Roxie Fisher must fight to save her bakery from the greedy clutches of her lifelong nemesis while trying to finagle a way to keep the love of her life from falling for her spoiled and beautiful designer friend.

❤️If you're a lover of sweet contemporary romance with a healthy dose of sass and lots of heart, this collection is tailor-made for you.

🔥Download your copy of A Love that Lasts today and let your heart soar on the wings of sweet romance!


Read the First Chapter

📚 One Way Home
“Give me back my paper,” Madison demanded, her dark eyes flashing.

“Make me,” her older brother Milo taunted.

“Give it now!” Madison shouted, her voice going squeaky like she was near tears. “Mo—om,” she shrieked.

With a heavy sigh, Zoe stepped away from the pancakes she was making, switching from her role as resident chef to referee. “Milo,” she ordered, “give Mads back her paper.”

She pinned her oldest child with a steely look as her hand went to her hip. “Now!”

He rolled his eyes. “Fine,” he huffed, tossing the paper across the room as Madison scrambled to retrieve it.

“You’re so mean!” Madison whined.

“And you’re annoying,” Milo shot back, sticking out his tongue.

Zoe felt a wave of frustration and disappointment over her oldest child’s behavior. “Was that really necessary? You’re eleven years old, but acting like you’re five.”

Milo hunched his shoulders. “Sorry,” he mumbled contritely.

“I’m almost seven,” Madison piped in, flashing a large grin that revealed two missing front teeth.

“Yes, you are,” Zoe said, giving her daughter an affectionate grin. Maddie’s birthday was a week away, and it was all she could talk about.

The stench of something burning invaded Zoe’s nostrils.

“Crap!” Reflexively, she reached for the handle to move the skillet off the gas burner but accidentally touched the hot rim. She yelped drawing back her hand as she flicked her wrist.

“Are you okay?” Milo asked with a note of genuine concern.

“I’m fine,” Zoe responded in the capable, motherly tone she always used when she didn’t want her children to worry.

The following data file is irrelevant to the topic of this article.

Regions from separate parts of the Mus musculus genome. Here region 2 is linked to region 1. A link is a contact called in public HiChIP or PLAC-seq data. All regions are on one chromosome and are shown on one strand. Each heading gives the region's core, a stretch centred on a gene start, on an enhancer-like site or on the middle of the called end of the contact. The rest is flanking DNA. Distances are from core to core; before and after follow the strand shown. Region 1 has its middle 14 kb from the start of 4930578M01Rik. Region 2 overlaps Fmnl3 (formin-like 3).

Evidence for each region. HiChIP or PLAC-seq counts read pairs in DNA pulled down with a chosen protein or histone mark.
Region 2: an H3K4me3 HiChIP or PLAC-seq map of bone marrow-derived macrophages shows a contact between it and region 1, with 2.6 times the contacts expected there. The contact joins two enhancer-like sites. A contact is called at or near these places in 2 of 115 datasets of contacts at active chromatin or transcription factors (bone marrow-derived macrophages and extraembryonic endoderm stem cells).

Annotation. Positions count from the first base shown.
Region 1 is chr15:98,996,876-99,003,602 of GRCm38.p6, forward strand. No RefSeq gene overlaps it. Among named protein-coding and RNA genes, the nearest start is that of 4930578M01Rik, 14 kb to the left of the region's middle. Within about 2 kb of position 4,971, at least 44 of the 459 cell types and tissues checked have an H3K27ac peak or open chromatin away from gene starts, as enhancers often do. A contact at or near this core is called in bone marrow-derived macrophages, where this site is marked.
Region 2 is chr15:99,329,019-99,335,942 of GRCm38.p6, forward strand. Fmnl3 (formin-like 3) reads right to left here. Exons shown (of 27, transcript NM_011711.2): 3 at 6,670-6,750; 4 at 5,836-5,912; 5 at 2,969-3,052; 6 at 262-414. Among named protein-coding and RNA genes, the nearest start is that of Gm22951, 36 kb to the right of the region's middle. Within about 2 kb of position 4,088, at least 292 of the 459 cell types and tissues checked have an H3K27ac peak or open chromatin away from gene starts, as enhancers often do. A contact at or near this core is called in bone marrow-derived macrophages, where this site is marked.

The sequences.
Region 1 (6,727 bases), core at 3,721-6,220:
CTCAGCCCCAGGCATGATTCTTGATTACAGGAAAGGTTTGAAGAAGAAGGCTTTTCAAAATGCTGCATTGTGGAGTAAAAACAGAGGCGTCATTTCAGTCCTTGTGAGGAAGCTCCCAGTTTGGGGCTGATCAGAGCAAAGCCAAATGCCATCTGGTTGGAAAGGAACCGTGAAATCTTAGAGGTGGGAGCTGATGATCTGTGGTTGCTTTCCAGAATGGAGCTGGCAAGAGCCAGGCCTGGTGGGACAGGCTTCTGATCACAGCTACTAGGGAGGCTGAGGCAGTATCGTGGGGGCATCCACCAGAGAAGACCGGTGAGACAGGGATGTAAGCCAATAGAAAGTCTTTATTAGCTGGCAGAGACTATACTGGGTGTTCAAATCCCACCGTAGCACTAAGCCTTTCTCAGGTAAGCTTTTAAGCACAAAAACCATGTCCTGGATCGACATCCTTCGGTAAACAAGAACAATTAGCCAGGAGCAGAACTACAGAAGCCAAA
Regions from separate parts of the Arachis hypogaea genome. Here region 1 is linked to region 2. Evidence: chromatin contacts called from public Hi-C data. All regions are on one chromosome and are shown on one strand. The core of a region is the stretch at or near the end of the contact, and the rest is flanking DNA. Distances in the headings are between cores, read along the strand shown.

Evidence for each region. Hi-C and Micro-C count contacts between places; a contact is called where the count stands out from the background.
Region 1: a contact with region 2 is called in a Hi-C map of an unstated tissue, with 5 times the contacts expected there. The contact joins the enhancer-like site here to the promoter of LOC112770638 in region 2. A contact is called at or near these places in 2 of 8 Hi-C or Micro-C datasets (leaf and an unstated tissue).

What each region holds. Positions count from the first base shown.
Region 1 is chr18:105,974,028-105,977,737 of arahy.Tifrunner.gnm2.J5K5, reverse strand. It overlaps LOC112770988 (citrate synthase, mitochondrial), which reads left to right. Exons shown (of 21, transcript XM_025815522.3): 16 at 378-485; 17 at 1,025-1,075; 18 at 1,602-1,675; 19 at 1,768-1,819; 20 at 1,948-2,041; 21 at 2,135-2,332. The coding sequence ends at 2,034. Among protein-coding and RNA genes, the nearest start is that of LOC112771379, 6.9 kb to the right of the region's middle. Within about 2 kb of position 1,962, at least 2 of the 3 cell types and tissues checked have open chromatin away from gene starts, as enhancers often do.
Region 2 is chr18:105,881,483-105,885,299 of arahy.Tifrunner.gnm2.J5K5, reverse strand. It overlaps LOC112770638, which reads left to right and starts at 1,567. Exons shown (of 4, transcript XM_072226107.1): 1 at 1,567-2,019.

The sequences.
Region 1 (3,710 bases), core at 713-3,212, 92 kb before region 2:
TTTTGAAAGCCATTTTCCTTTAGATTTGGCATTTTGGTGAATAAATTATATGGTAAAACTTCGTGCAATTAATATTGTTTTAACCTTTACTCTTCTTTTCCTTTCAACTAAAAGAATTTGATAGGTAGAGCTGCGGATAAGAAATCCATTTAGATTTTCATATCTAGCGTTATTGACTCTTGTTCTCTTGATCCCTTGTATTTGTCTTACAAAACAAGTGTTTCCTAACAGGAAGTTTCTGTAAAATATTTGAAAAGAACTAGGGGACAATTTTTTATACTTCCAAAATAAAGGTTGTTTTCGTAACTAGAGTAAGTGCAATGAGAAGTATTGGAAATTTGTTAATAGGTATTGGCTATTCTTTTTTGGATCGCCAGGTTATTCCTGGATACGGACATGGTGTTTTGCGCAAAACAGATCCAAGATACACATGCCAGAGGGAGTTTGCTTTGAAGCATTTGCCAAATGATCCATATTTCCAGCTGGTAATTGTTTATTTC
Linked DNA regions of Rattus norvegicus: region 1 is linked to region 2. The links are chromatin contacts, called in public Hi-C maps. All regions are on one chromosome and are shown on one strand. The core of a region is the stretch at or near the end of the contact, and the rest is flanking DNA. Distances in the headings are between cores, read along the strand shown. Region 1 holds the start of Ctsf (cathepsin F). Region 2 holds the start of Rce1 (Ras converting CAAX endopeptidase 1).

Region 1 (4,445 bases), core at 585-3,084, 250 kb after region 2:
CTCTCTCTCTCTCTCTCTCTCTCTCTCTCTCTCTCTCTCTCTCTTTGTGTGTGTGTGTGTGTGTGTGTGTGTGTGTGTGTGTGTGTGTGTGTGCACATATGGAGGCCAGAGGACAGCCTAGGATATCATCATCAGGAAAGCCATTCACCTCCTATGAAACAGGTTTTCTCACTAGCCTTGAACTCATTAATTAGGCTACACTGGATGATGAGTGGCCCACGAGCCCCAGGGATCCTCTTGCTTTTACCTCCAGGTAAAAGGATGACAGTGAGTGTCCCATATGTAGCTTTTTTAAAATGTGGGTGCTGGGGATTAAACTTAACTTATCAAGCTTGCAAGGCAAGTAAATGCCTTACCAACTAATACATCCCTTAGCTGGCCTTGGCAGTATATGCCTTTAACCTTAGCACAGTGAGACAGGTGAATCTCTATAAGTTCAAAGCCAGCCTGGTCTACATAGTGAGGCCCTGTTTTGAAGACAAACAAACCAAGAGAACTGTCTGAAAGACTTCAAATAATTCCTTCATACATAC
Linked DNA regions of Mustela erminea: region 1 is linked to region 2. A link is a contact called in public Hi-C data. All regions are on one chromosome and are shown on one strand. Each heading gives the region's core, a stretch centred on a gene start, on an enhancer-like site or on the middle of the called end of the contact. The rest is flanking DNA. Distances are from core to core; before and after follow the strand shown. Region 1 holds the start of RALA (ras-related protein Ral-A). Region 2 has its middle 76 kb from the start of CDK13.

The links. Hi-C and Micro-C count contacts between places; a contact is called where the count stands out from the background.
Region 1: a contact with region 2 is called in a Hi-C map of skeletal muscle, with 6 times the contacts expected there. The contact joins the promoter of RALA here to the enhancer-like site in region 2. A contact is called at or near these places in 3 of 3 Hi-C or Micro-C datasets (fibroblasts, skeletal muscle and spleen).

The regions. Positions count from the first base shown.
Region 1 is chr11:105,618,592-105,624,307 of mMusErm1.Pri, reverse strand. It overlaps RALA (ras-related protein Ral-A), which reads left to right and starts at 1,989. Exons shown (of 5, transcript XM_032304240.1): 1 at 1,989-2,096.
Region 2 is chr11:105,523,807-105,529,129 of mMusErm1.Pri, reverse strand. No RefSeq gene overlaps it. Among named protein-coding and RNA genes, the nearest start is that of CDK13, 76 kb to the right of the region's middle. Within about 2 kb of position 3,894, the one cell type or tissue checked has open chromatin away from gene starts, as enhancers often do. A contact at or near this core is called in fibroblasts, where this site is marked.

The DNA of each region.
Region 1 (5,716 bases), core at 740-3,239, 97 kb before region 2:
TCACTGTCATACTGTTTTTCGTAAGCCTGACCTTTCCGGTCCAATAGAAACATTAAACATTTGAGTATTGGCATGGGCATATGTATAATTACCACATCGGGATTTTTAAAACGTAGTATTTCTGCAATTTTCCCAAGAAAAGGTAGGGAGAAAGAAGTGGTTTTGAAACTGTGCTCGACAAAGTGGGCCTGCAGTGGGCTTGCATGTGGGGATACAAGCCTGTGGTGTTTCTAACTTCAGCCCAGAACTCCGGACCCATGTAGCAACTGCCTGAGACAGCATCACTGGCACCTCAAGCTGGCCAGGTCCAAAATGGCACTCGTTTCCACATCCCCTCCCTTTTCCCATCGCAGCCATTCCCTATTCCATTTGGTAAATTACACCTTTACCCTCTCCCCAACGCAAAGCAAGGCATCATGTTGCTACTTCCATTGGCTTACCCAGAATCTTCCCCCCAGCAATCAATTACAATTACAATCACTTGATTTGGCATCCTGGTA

She went to the sink and ran cold water over the burn. She looked up as her husband Carl strode into the kitchen. He looked exceptionally nice today in a crisp white, button-down dress shirt, red silk tie, and black trousers. His wavy chestnut hair was gelled to perfection and clear, intelligent cocoa-brown eyes shone behind his stylish glasses. Some days he wore contacts and others he wore his glasses. Either way, he was an impressive figure who commanded respect wherever he went.

With his patrician features and impeccable grooming, he fit the part of the business owner that he was. Not only was Carl good with numbers, but he was an amazing public speaker and coach. The realtors that he mentored absolutely loved him. She’d often heard it said of Carl that he was always willing to take time out of his schedule to give plenty of one-on-one attention to those who needed it.

Too bad he isn’t as solicitous to his wife and children. Zoe immediately felt guilty for the renegade thought. She and Carl were going through a rough spot, like countless other couples. Carl’s business commanded the bulk of his attention, and Zoe often felt she and the kids got the leftovers. The demands of raising kids and the doldrum of marriage could take its toll on any couple. Zoe felt sure that they’d work through it. They had so much to be grateful for, after all. The top of the list being their two amazing children and each other. Carl stopped in his tracks, making a face.

“What’s burning?”

“Mom’s hand,” Madison announced practically as she skipped over, pulled out a kitchen chair, and sat back down next to Milo. Even though the siblings often fought like cats and dogs, they were super close. Zoe thought of her relationship with her five brothers. Yep, pretty much the same.

Carl furrowed his brows as he looked at Zoe. “Your hand?”